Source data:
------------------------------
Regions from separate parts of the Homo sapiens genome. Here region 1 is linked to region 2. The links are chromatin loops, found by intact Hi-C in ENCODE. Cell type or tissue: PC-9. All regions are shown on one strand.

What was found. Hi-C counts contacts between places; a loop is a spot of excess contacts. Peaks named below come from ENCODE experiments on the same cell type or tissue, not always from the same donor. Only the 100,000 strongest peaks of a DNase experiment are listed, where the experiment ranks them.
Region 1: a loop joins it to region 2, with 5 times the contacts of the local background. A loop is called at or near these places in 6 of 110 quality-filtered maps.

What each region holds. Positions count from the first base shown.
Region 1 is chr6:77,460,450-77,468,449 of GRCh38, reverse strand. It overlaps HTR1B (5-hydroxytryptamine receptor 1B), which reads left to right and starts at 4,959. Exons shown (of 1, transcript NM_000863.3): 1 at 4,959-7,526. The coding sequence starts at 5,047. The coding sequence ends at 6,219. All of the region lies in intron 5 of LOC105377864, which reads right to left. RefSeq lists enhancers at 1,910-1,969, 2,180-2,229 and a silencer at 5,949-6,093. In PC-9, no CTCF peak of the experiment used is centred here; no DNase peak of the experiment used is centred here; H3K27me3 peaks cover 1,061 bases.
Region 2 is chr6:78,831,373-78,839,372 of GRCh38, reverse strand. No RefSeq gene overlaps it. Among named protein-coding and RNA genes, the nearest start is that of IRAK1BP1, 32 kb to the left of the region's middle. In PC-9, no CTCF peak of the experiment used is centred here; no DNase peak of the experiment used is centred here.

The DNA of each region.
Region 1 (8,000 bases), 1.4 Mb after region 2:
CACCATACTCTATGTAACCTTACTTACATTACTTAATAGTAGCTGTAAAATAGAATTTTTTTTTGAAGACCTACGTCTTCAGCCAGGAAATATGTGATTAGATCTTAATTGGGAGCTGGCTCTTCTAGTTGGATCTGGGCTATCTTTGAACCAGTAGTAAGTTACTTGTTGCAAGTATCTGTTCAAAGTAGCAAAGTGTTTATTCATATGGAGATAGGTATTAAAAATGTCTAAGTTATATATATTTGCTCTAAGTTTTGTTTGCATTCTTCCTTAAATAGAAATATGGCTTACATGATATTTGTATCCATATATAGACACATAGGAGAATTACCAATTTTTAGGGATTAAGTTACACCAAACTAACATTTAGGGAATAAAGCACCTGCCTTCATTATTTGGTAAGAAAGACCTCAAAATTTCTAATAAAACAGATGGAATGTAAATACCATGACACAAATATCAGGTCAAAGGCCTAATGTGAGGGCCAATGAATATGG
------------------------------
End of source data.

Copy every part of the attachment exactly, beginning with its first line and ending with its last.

Regions from separate parts of the Homo sapiens genome. Here region 1 is linked to region 2. The links are chromatin loops, found by intact Hi-C in ENCODE. Cell type or tissue: PC-9. All regions are shown on one strand.

What was found. Hi-C counts contacts between places; a loop is a spot of excess contacts. Peaks named below come from ENCODE experiments on the same cell type or tissue, not always from the same donor. Only the 100,000 strongest peaks of a DNase experiment are listed, where the experiment ranks them.
Region 1: a loop joins it to region 2, with 5 times the contacts of the local background. A loop is called at or near these places in 6 of 110 quality-filtered maps.

What each region holds. Positions count from the first base shown.
Region 1 is chr6:77,460,450-77,468,449 of GRCh38, reverse strand. It overlaps HTR1B (5-hydroxytryptamine receptor 1B), which reads left to right and starts at 4,959. Exons shown (of 1, transcript NM_000863.3): 1 at 4,959-7,526. The coding sequence starts at 5,047. The coding sequence ends at 6,219. All of the region lies in intron 5 of LOC105377864, which reads right to left. RefSeq lists enhancers at 1,910-1,969, 2,180-2,229 and a silencer at 5,949-6,093. In PC-9, no CTCF peak of the experiment used is centred here; no DNase peak of the experiment used is centred here; H3K27me3 peaks cover 1,061 bases.
Region 2 is chr6:78,831,373-78,839,372 of GRCh38, reverse strand. No RefSeq gene overlaps it. Among named protein-coding and RNA genes, the nearest start is that of IRAK1BP1, 32 kb to the left of the region's middle. In PC-9, no CTCF peak of the experiment used is centred here; no DNase peak of the experiment used is centred here.

The DNA of each region.
Region 1 (8,000 bases), 1.4 Mb after region 2:
CACCATACTCTATGTAACCTTACTTACATTACTTAATAGTAGCTGTAAAATAGAATTTTTTTTTGAAGACCTACGTCTTCAGCCAGGAAATATGTGATTAGATCTTAATTGGGAGCTGGCTCTTCTAGTTGGATCTGGGCTATCTTTGAACCAGTAGTAAGTTACTTGTTGCAAGTATCTGTTCAAAGTAGCAAAGTGTTTATTCATATGGAGATAGGTATTAAAAATGTCTAAGTTATATATATTTGCTCTAAGTTTTGTTTGCATTCTTCCTTAAATAGAAATATGGCTTACATGATATTTGTATCCATATATAGACACATAGGAGAATTACCAATTTTTAGGGATTAAGTTACACCAAACTAACATTTAGGGAATAAAGCACCTGCCTTCATTATTTGGTAAGAAAGACCTCAAAATTTCTAATAAAACAGATGGAATGTAAATACCATGACACAAATATCAGGTCAAAGGCCTAATGTGAGGGCCAATGAATATGG